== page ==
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Weapons of Math Destruction Comics

This comic has particular links to the state of gifted education in the US.

Imagine, you as an adult, sitting in a workshop where the instructor is slowing down the delivery of information to a snail’s pace so everyone can keep up. What do you do? Start flipping around in the book, draw, write notes to your neighbor, pull out your cell phone, go to the bathroom, etc. You have been taught over time just how far to go with your off-task behavior in a public situation.

Now, imagine you are ten years old!

It’s critical that we meet the needs of the identified gifted in our midst before they develop coping behaviors that have to be untaught later in their academic life. In my last position in a private school just for gifted, I needed more than half the school year to correct my students off-task behaviors before I could truly teach them. Alternatively, these students needed to trust that I would provide them with active, engaging learning situations. Both are a gradual processes.

This comic highlights that when we try to “level” the learning in the classroom, we loose our brightest minds. Our goal is to meet the academic and social needs every student under our care or offer alternative situations where they can receive help or acceleration. Leveling needs to take on the new meaning of “every student is learning to the level of their needs”.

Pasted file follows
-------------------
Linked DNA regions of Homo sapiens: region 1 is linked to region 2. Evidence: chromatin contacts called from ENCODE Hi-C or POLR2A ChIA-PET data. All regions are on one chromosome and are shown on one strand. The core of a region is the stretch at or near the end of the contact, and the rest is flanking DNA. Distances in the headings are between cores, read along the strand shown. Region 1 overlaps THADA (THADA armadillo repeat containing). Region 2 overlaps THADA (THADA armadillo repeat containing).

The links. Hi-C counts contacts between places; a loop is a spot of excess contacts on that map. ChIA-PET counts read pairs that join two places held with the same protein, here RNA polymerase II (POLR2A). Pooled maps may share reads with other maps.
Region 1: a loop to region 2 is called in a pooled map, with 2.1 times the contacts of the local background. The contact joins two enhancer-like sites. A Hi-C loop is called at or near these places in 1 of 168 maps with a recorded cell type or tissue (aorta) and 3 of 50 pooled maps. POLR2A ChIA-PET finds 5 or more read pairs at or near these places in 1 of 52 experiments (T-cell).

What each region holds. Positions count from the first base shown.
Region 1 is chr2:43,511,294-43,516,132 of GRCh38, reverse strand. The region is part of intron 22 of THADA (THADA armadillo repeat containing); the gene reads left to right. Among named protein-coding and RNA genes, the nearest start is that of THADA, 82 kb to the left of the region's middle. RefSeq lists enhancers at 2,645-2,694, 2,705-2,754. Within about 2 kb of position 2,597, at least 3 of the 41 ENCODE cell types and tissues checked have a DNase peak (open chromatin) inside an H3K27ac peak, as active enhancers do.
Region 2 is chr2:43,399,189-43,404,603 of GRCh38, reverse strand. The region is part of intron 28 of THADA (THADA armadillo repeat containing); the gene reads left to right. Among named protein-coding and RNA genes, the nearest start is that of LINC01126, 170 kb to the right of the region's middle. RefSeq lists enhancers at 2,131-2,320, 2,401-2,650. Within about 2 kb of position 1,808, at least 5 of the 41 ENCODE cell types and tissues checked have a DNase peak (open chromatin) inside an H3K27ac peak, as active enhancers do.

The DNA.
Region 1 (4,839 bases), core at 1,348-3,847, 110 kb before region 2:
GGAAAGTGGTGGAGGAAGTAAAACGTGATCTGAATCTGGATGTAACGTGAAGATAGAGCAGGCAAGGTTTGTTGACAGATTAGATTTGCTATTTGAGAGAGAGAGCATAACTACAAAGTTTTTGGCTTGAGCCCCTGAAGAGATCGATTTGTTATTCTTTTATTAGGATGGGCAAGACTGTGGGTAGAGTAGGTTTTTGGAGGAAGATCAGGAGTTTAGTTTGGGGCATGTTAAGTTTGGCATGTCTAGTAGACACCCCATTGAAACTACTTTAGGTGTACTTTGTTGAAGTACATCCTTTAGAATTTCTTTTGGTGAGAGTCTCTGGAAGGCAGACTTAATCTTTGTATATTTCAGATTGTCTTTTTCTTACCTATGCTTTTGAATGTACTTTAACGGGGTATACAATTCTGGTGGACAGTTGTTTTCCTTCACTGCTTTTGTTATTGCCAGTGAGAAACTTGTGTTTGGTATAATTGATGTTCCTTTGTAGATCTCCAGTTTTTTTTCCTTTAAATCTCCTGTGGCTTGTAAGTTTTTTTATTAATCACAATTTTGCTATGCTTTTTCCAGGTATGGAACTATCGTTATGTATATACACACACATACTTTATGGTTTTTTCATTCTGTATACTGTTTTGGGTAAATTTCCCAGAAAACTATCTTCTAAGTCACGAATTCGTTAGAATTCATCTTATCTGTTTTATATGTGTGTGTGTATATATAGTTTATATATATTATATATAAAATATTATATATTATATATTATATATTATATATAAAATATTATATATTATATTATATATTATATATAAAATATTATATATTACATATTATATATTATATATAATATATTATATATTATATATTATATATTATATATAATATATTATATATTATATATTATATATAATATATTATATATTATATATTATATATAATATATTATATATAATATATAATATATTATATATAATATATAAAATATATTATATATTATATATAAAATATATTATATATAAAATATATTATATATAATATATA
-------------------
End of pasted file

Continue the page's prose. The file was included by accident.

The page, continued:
Recently, I listened to Hillary Clinton during her nomination to be our next Secretary of State talk about everyone reaching their potential in our nation. Does she truly know what that means?


  1. Jared Stein said:

    As a kid in elementary school I would pull out whatever paperback I was reading that week whenever I’d finished the assignment early, turned in a test ahead of time, or waited for other groups to finish. To me, efficiency came with a reward: momentary escape, and a chance to read just a few more pp.

    Yet I was discouraged from doing this by several teachers. At the time I thought I was being disruptive. Looking back I can’t believe the ignorance pushed down by the teachers, and I regret that I bowed down to that idiocy.

    If I were in school today I might be reading the same paperbacks, or I might be reading articles online on my phone, or looking up things on Wikipedia, or, sure, texting with my parents or friends. If a student has met the objectives of a lesson, why shouldn’t they use the spare time however they see fit? It sounds like seat time has taken the place of achievement.

    December 4, 2008
  2. Linda George said:

    Interesting comments. I often go quickly through the first “layer” of my lesson so that I can grab the kids who are going to get it fast. Then I go back and slowly reteach to others. I have been asked to instead, wait till everyone is ready and then go one step…etc. That’s not for me.
    I was also that kid. I wanted to just do it! Now I capture the enthusiasm of the speedier kids and they help me reach some of the others.
    It’s such a delicate balance. Every lesson is pretty different. I love the challenge, though. I hope that I am helping some to reach their potential!
    Thanks for joining techteachers. I hope that we can be supportive of each other!

    December 7, 2008

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